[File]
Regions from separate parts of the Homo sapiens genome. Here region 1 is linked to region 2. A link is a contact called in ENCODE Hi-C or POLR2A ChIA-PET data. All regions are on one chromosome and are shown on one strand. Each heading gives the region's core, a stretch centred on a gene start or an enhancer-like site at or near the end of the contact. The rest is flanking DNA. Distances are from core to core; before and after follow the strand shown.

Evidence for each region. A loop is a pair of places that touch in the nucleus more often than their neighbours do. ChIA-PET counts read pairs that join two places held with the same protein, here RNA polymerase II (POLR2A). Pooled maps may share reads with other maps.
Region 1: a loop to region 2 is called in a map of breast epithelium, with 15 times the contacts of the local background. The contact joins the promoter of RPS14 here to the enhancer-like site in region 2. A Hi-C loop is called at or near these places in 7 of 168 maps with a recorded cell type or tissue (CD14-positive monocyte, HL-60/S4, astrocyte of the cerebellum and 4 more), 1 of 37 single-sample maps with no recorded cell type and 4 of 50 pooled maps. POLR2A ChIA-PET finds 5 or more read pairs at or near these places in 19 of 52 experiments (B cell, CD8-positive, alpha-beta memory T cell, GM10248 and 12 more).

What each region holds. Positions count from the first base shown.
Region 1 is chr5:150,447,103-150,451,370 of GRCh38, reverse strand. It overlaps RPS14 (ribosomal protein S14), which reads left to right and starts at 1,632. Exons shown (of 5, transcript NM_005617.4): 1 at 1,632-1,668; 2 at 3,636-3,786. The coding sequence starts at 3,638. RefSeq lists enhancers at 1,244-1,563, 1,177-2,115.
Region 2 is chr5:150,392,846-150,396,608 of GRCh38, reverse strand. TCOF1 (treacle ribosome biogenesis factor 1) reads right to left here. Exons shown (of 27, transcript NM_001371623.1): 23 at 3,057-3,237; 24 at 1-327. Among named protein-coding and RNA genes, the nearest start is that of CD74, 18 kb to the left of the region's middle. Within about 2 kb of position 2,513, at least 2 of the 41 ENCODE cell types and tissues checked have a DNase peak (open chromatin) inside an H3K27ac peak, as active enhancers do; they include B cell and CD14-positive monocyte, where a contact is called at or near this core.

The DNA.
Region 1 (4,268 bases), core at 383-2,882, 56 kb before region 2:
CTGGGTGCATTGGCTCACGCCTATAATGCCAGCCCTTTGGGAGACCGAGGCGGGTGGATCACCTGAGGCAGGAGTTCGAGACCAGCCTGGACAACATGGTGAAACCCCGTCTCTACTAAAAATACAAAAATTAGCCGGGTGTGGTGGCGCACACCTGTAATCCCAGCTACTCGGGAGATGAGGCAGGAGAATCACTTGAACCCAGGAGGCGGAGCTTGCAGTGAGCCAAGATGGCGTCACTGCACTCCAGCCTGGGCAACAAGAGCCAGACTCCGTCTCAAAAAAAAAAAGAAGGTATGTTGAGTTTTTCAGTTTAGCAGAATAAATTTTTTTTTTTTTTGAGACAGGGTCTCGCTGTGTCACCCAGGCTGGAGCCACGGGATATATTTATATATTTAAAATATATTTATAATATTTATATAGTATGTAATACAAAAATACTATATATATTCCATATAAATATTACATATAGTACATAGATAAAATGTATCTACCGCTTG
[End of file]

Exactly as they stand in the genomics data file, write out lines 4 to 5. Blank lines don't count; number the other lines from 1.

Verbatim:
What each region holds. Positions count from the first base shown.
Region 1 is chr5:150,447,103-150,451,370 of GRCh38, reverse strand. It overlaps RPS14 (ribosomal protein S14), which reads left to right and starts at 1,632. Exons shown (of 5, transcript NM_005617.4): 1 at 1,632-1,668; 2 at 3,636-3,786. The coding sequence starts at 3,638. RefSeq lists enhancers at 1,244-1,563, 1,177-2,115.